Erasing gang graffiti in El Salvador

Agence France-Presse
Soldiers paint over graffiti associated with the Mara Salvatrucha gang in El Rosal neighborhood in Quezaltepeque, El Salvador April 4, 2016.

Soldiers paint over graffiti associated with the Mara Salvatrucha gang in El Rosal neighborhood in Quezaltepeque, El Salvador April 4, 2016. 

Jose Cabezas/Reuters

Police and soldiers on Tuesday painted over gang graffiti in a town in El Salvador as part of a vigorous new campaign against criminal outfits that for decades have terrorized the Central American country.

"We are going to erase these tags as many times as is needed," police deputy commissioner Oscar Nuila vowed as the operation was conducted in Quezaltepeque, just north of the capital San Salvador.

Armed security officials, their faces covered to hide their identities, wielded brushes and paint cans to cover over letters and symbols graffitied on walls by the Mara Salvatrucha gang, a feared organization also known as MS-13.

One security team was seen obscuring an expanse of wall on which the words "Mara Salvatrucha" had been painted in black letters. One soldier wrote the word "Paz" ("Peace" in Spanish) over it.

The activity, aimed at rolling back the gang's visible presence in the town, added to a raft of government measures taken in recent weeks to hem in MS-13 and Calle 18, the two main rival gangs, and various smaller organizations.

El Salvador is the country with the highest murder rate in the world, outside of a war zone -- around 20 homicides a day. Most of the violence is attributed to the gangs, which engage in killings and extortion.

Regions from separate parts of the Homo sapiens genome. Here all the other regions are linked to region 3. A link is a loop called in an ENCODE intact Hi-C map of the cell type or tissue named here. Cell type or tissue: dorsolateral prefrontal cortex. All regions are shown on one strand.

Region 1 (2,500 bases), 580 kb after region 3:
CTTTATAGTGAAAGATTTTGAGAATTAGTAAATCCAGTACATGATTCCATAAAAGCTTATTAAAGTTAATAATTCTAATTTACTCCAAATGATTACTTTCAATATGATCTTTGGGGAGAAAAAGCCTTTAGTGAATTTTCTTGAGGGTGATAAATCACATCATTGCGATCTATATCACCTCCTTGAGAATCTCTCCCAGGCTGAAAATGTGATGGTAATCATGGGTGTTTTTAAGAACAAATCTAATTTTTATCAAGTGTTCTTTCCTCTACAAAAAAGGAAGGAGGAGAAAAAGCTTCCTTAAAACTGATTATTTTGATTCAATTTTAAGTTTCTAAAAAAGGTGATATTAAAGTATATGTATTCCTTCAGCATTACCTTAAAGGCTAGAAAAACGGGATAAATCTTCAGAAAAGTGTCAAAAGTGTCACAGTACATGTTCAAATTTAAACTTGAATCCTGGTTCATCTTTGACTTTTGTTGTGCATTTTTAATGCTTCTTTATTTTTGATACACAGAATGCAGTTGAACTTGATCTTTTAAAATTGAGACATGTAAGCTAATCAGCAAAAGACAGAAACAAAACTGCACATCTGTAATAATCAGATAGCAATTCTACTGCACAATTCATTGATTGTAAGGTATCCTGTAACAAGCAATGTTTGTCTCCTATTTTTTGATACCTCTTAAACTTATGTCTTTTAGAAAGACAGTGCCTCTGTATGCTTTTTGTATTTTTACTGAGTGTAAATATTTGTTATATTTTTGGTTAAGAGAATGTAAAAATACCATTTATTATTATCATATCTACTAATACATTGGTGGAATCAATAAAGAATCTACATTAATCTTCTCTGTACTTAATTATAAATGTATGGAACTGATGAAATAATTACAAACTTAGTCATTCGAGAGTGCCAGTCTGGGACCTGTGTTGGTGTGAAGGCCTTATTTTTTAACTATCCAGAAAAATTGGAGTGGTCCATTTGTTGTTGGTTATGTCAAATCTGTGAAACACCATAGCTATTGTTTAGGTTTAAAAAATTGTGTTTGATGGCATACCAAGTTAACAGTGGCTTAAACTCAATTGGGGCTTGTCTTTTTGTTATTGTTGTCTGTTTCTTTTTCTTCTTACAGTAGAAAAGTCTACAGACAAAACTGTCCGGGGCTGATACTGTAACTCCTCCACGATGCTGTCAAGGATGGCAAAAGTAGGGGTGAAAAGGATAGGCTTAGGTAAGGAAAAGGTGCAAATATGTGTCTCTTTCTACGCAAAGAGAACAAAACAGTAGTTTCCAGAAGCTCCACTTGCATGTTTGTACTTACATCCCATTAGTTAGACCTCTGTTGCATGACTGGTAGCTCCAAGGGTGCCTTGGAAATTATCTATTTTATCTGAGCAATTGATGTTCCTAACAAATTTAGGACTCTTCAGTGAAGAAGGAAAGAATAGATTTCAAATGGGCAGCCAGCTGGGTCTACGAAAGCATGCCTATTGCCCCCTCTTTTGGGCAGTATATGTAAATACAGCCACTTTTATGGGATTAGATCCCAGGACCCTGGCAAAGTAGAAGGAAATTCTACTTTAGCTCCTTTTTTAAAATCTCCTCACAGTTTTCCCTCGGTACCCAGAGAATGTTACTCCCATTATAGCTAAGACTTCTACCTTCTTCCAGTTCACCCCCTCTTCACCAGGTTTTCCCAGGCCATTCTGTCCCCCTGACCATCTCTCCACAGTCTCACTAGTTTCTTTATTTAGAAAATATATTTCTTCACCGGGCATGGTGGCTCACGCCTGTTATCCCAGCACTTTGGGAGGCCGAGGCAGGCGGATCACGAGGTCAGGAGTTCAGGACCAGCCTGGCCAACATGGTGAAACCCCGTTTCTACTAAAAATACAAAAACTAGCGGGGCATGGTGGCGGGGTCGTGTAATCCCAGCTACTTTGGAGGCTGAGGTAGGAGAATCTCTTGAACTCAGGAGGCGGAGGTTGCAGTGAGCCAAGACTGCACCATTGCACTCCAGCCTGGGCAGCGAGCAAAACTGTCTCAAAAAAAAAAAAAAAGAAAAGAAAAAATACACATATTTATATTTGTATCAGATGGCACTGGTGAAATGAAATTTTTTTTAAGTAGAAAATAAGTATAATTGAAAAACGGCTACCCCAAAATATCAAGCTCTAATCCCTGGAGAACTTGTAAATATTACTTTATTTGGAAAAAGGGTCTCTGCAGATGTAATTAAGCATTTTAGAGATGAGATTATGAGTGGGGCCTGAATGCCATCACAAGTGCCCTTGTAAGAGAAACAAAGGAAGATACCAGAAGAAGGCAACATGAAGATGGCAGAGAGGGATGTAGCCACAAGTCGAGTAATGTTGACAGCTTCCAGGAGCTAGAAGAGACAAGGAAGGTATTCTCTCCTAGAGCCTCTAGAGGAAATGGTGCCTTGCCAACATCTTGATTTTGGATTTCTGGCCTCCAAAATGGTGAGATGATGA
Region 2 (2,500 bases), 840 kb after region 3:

Soldiers and policemen paint over graffiti associated with the Mara Salvatrucha gang in El Rosal neighborhood in Quezaltepeque, El Salvador April 4, 2016.

Soldiers and policemen paint over graffiti associated with the Mara Salvatrucha gang in El Rosal neighborhood in Quezaltepeque, El Salvador April 4, 2016. 

Credit:

Jose Cabezas/Reuters

In April, the government cracked down on jailed gang bosses to prevent them giving orders to their troops, and set up heavily armed elite forces to hunt down gang members on their turf.

There are an estimated 70,000 gang members in the country, of whom 13,000 are in prison.

Tuesday's paintover operation added to the pressure by deleting markers MS-13 had painted on walls to assert their rule over the Los Izotes district in Quezaltepeque.

According to officials, MS-13 would go to the public school in Los Izotes to recruit boys into its ranks — part of a strategy of using minors to carry out its crimes.

Nuila said getting rid of the gang's graffiti was a "preventative" work meant to reassure local residents.

More: How Salvadoran gangs are using Facebook to track down victims

Two suspected gang members were also arrested in the district on Tuesday.

Using law enforcement to crack down on petty urban wrongs such as graffiti or other vandalism to curtail bigger crimes and counter an underlying sense of insecurity is known as the "broken windows" theory.

The tactic was used in New York City in the 1990s, where it was generally credited with reducing a high crime rate. Critics however said other, societal factors might have been at play.